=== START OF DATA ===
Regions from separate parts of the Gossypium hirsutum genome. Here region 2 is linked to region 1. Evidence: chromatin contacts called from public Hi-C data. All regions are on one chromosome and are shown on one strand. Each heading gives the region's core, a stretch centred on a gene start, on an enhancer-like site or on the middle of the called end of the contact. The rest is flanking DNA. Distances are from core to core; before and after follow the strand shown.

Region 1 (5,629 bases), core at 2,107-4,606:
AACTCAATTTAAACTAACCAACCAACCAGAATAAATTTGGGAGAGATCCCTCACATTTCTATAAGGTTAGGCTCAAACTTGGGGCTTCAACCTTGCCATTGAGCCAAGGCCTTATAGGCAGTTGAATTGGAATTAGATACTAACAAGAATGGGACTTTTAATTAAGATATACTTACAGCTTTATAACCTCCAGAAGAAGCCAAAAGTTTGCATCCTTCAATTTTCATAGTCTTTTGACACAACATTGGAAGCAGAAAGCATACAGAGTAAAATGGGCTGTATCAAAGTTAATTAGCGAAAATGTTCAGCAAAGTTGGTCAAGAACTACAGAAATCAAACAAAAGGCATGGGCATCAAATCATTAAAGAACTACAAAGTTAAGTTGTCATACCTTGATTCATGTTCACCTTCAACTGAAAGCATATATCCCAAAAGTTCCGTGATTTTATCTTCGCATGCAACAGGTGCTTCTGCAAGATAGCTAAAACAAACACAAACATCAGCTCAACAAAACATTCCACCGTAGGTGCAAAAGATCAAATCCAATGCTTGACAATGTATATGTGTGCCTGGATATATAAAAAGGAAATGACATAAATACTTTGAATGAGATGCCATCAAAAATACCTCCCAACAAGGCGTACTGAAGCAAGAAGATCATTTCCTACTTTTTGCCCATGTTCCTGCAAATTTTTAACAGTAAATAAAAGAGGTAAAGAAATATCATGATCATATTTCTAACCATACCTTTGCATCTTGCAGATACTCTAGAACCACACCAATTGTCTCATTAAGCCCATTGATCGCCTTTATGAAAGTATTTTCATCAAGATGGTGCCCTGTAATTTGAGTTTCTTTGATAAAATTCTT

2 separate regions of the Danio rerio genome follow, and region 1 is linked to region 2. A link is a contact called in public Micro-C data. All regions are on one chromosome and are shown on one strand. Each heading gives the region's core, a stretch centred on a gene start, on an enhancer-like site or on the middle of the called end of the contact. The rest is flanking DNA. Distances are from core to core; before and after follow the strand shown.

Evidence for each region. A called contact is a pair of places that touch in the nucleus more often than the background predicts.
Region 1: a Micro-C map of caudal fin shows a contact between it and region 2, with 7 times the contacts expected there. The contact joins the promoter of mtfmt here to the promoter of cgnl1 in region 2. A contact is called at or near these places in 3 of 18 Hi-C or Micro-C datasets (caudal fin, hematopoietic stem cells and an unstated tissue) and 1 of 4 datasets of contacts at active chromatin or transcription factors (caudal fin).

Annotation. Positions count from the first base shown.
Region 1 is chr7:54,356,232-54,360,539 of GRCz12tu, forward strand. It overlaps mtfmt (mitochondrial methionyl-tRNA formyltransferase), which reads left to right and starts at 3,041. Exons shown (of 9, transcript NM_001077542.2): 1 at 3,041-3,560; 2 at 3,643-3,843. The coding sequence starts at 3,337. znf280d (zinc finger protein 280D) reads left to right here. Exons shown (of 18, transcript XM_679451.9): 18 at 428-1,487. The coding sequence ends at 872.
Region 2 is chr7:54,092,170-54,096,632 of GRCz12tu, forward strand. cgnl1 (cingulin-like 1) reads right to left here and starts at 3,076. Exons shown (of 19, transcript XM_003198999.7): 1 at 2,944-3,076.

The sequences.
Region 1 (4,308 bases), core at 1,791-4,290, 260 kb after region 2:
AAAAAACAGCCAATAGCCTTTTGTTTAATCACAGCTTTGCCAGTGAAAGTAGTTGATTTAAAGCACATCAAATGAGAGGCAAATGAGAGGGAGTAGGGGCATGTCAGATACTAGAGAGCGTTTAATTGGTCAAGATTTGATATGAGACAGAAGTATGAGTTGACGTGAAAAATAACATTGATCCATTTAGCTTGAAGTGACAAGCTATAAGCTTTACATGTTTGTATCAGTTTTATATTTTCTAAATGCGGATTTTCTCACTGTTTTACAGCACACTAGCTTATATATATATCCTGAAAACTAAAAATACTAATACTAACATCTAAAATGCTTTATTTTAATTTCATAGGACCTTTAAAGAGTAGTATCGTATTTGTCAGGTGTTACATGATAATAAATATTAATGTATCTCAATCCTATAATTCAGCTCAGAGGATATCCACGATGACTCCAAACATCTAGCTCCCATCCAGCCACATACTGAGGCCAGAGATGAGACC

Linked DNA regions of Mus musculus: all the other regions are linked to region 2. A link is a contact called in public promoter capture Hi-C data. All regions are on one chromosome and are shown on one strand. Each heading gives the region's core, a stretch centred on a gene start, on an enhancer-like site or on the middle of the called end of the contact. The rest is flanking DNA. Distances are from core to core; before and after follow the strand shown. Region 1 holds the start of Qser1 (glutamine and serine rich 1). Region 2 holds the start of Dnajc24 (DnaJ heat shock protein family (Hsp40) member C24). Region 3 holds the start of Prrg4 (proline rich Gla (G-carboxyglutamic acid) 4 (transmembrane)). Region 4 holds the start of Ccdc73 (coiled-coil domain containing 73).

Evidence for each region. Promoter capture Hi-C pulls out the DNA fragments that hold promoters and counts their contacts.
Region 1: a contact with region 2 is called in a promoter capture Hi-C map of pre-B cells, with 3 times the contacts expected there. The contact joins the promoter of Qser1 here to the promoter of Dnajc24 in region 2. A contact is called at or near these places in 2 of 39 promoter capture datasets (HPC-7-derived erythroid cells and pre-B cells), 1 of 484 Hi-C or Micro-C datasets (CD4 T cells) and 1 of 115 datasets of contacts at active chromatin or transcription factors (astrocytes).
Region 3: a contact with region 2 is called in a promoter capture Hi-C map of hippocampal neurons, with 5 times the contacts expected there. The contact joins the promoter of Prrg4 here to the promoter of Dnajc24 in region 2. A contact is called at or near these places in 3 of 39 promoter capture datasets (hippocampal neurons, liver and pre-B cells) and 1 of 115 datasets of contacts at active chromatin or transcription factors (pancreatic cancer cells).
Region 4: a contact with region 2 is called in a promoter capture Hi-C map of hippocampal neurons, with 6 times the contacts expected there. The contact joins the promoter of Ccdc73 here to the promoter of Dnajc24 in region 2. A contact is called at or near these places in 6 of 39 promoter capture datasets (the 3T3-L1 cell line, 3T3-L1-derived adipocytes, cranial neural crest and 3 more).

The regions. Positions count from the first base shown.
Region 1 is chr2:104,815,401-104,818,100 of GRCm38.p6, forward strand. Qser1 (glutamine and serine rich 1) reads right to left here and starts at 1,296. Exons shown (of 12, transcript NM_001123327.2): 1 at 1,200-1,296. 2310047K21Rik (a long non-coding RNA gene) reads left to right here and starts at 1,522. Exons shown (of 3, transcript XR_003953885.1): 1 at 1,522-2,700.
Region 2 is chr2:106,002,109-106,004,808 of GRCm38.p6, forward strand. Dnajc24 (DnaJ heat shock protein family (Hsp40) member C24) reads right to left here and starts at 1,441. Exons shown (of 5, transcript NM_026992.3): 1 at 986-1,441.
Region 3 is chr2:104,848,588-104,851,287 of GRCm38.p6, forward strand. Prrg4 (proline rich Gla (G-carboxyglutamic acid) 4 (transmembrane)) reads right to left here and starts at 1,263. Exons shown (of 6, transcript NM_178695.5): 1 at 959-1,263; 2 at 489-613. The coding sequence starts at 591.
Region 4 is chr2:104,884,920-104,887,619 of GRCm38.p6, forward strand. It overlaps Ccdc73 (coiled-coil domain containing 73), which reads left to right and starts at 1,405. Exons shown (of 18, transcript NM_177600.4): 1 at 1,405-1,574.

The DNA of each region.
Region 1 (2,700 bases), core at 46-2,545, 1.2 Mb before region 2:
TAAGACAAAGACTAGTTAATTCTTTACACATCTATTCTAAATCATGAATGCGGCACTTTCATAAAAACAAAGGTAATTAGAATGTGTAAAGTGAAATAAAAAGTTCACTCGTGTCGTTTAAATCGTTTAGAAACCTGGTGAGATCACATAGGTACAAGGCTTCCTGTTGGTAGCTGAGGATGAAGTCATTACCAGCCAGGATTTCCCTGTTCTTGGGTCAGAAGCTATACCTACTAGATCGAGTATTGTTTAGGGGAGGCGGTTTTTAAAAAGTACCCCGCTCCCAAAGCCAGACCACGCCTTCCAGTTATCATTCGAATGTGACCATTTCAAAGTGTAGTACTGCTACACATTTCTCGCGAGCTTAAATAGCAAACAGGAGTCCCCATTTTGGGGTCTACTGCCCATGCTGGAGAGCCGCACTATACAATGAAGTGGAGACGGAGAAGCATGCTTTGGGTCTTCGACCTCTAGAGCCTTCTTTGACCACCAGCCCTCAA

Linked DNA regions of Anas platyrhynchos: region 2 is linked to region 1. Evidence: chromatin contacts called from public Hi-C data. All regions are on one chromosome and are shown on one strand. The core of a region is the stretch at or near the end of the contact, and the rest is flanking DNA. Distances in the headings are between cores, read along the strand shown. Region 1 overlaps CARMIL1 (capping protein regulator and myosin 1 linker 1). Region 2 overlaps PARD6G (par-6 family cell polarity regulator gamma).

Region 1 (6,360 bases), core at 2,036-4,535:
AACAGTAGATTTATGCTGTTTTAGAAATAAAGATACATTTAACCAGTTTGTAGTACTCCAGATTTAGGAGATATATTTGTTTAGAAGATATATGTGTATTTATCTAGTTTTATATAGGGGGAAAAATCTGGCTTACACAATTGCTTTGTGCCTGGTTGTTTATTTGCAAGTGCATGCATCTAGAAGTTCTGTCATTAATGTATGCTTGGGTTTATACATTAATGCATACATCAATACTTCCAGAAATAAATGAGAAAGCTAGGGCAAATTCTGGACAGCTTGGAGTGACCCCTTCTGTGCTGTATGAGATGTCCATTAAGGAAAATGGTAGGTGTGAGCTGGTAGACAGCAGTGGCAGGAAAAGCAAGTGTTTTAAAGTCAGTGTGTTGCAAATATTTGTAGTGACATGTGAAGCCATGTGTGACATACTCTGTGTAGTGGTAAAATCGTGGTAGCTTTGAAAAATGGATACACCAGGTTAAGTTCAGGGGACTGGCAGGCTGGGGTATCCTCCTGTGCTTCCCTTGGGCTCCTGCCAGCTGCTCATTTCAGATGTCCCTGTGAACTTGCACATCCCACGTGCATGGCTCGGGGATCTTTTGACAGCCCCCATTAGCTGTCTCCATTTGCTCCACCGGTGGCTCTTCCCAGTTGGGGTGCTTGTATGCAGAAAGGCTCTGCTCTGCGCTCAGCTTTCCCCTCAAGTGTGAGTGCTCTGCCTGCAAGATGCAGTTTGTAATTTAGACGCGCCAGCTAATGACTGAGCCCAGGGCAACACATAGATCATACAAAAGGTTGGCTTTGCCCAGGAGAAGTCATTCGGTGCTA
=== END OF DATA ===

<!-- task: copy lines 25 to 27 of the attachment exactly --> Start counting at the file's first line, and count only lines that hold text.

TAAGACAAAGACTAGTTAATTCTTTACACATCTATTCTAAATCATGAATGCGGCACTTTCATAAAAACAAAGGTAATTAGAATGTGTAAAGTGAAATAAAAAGTTCACTCGTGTCGTTTAAATCGTTTAGAAACCTGGTGAGATCACATAGGTACAAGGCTTCCTGTTGGTAGCTGAGGATGAAGTCATTACCAGCCAGGATTTCCCTGTTCTTGGGTCAGAAGCTATACCTACTAGATCGAGTATTGTTTAGGGGAGGCGGTTTTTAAAAAGTACCCCGCTCCCAAAGCCAGACCACGCCTTCCAGTTATCATTCGAATGTGACCATTTCAAAGTGTAGTACTGCTACACATTTCTCGCGAGCTTAAATAGCAAACAGGAGTCCCCATTTTGGGGTCTACTGCCCATGCTGGAGAGCCGCACTATACAATGAAGTGGAGACGGAGAAGCATGCTTTGGGTCTTCGACCTCTAGAGCCTTCTTTGACCACCAGCCCTCAA

Linked DNA regions of Anas platyrhynchos: region 2 is linked to region 1. Evidence: chromatin contacts called from public Hi-C data. All regions are on one chromosome and are shown on one strand. The core of a region is the stretch at or near the end of the contact, and the rest is flanking DNA. Distances in the headings are between cores, read along the strand shown. Region 1 overlaps CARMIL1 (capping protein regulator and myosin 1 linker 1). Region 2 overlaps PARD6G (par-6 family cell polarity regulator gamma).

Region 1 (6,360 bases), core at 2,036-4,535: